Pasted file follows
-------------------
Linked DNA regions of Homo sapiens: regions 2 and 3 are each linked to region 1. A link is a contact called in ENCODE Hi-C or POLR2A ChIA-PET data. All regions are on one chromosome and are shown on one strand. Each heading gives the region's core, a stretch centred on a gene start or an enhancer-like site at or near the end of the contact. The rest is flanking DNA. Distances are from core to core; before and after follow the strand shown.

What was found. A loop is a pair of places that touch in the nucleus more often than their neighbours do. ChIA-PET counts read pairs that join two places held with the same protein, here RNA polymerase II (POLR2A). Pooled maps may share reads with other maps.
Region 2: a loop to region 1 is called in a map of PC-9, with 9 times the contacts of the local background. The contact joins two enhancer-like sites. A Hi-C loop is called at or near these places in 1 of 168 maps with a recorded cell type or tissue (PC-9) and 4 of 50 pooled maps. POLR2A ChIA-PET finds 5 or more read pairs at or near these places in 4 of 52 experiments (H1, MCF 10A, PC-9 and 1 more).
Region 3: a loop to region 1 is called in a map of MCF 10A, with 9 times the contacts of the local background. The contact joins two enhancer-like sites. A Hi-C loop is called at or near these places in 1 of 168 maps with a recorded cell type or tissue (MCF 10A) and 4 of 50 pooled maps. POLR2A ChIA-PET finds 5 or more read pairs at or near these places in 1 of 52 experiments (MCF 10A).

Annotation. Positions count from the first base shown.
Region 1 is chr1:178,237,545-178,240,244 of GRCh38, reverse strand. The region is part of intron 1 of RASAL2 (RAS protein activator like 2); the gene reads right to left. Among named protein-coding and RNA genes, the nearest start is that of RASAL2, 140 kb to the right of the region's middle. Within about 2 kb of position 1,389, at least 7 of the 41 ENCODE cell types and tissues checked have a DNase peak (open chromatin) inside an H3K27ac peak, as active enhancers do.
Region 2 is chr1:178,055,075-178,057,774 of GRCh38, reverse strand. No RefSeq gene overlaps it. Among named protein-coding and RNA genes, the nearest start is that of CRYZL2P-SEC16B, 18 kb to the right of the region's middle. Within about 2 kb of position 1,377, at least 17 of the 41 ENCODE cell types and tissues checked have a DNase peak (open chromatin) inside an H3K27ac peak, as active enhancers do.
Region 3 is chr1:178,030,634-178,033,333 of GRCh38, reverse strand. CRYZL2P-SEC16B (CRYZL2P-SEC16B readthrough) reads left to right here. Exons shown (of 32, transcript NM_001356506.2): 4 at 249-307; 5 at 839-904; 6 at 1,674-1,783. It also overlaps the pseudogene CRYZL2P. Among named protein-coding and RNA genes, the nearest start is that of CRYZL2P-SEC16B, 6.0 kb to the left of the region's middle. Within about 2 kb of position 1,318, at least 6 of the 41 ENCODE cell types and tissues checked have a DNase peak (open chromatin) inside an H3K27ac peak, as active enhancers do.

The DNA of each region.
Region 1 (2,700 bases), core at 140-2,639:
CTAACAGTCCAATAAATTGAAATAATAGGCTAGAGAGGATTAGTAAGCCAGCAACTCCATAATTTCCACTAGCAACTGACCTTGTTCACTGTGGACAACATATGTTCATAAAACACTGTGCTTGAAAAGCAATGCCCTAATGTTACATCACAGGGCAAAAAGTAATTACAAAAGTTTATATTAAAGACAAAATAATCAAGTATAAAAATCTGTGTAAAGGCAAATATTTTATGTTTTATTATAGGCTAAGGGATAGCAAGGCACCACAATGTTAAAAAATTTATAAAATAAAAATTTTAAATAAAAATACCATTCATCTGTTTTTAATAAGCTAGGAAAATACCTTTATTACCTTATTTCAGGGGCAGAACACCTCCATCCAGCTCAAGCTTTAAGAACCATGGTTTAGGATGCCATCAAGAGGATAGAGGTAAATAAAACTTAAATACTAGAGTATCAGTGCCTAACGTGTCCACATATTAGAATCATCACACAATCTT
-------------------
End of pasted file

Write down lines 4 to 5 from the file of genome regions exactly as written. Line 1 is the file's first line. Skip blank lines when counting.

Region 3: a loop to region 1 is called in a map of MCF 10A, with 9 times the contacts of the local background. The contact joins two enhancer-like sites. A Hi-C loop is called at or near these places in 1 of 168 maps with a recorded cell type or tissue (MCF 10A) and 4 of 50 pooled maps. POLR2A ChIA-PET finds 5 or more read pairs at or near these places in 1 of 52 experiments (MCF 10A).

Annotation. Positions count from the first base shown.